Blue: I mean, definitely over the ones we've learned, that's the one that's most open to whatever the lead wants to do. I'm curious— I haven't been to any of the, like, social dances other than the— the one big Skandia Ball, so I'm curious what that is like compared to the, like, stricter, more regimented classes. 

Fanny: Yeah, that would be interesting. But I'm sure a ton of the people that go to the other dances that Skandia hosts, they're probably, like, similarly formatted, where before you start a dance on the floor, they'll, like, give you a brief snippet of what you're doing, because that was the same at the Skandia Ball. They'd be like, “Oh, in case you don't remember the humppa promenade, this is what you're doing,” and like, they break it down, and I don't think anyone was lost on what to do ever. Everyone, like, carried straight into it.

Amanda: I've been to one and it was a little bit like Wednesday night’s, sort of, class that's like mostly dancing, but then a little bit of— I'm so glad that you brought up the Oompa Loompa dance, or the—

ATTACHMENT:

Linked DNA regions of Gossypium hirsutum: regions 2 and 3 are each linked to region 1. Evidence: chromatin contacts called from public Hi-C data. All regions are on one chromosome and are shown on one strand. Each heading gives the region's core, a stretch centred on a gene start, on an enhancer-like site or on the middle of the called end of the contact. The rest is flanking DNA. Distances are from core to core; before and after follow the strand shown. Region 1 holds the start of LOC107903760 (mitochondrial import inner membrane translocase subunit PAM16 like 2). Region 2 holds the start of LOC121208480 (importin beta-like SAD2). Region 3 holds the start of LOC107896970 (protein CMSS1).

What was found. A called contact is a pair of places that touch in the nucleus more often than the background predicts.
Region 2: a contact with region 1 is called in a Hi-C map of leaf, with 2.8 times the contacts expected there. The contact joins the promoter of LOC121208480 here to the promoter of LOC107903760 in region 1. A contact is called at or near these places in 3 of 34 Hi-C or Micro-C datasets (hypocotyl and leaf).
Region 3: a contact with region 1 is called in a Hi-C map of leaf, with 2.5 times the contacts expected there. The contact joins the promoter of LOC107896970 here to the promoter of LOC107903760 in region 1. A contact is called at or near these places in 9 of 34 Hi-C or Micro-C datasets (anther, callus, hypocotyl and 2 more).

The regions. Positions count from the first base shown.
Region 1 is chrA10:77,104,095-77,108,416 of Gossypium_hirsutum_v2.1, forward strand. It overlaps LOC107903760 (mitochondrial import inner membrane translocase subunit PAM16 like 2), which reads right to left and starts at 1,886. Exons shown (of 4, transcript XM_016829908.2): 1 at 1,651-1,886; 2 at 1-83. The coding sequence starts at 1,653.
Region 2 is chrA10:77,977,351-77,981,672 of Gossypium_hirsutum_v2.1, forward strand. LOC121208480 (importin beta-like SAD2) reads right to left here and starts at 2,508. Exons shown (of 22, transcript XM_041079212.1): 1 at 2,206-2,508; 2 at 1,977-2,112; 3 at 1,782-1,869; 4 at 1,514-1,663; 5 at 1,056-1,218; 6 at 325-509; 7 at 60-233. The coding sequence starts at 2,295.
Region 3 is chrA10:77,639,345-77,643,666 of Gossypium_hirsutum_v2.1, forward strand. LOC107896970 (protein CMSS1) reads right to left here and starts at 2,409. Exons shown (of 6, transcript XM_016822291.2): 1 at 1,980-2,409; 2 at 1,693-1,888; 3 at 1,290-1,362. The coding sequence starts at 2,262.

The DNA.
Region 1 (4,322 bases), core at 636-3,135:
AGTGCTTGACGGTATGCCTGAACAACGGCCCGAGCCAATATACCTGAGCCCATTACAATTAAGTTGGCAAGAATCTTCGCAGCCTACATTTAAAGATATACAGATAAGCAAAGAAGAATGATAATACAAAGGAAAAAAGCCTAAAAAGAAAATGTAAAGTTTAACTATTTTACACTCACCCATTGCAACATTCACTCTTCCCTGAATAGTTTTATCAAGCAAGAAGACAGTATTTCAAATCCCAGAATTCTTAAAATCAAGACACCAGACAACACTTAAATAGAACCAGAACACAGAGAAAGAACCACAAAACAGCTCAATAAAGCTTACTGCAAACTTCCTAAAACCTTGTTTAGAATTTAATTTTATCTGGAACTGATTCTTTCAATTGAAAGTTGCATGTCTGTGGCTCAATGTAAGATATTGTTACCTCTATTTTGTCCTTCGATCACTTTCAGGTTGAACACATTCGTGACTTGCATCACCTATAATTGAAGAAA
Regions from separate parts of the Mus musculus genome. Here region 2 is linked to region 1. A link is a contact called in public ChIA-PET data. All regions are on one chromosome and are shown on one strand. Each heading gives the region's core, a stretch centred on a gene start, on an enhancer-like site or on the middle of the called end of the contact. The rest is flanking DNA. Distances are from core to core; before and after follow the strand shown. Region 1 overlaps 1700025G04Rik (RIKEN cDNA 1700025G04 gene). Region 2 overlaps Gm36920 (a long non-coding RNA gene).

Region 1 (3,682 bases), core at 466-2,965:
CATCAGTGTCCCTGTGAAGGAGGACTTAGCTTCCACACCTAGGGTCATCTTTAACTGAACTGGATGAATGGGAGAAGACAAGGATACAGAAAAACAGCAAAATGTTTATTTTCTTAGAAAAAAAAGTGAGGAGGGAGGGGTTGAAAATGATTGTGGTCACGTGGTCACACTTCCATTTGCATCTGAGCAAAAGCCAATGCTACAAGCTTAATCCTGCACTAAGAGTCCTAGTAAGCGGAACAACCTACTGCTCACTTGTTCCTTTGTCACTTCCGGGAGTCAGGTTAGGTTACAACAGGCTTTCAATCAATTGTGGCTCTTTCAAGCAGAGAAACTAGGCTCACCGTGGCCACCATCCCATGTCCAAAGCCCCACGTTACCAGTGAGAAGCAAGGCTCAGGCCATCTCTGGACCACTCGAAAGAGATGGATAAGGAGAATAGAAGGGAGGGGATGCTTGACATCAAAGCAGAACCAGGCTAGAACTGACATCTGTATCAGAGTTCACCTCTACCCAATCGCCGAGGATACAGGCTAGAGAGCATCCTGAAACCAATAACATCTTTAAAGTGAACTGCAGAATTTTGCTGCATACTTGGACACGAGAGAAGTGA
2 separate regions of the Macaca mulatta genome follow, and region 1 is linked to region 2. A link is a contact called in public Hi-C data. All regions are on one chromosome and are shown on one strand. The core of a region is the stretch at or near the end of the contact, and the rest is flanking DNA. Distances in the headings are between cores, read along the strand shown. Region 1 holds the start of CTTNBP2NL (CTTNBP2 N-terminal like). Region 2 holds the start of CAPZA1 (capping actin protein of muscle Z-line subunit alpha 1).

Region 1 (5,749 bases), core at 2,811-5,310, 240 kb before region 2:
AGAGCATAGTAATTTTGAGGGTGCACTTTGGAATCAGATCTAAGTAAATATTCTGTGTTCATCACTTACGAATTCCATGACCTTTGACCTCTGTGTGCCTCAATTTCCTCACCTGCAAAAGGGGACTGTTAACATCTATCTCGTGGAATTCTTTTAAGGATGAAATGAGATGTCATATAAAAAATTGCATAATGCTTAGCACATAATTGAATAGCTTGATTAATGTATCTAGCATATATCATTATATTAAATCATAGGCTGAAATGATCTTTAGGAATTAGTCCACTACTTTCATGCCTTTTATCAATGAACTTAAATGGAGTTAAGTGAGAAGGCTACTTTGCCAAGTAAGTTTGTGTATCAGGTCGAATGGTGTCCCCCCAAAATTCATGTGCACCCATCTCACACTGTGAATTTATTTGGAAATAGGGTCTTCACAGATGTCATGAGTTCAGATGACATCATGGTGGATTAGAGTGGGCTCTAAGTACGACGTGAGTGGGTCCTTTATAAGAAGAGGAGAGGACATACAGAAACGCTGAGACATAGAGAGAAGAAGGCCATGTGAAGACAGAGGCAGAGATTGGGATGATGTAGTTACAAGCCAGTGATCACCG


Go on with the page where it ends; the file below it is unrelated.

Fanny, Blue, & Amanda (in unison): The humppa promenade! [*laughter*]

Amanda: It’s one of my favorites! But I always call it the Oompa Loompa— [*laughter*] I love that one.

Blue: Yeah, where you're, like, pulling against each other and then you switch. I don't know why that's so fun but it's a lot of fun. 

Fanny: Yeah.

Amanda: I like the ones that are mixers, too, that are less— like, you know, lots of daisy-chaining, and it's like switching partners all the time, and... yeah.

Blue: Yeah. Well, and.. Bob and Lisa were talking about how Seattle does a lot more mixer style dances then what happens in Sweden, where it's like, people will come to the dance with whoever they come with and they'll want to do just, like, partner turning dances. But because Seattle— it doesn't have that, like, cultural background where this is just something people do, they're trying to deliberately build a community and in order to do that you have to be open to people that come, like, as one person or a group of three, and so there's a lot more mixers just so that they can ensure that everybody has a chance to dance and dance with different partners and that they can build, like, an inclusive community where people enjoy doing it.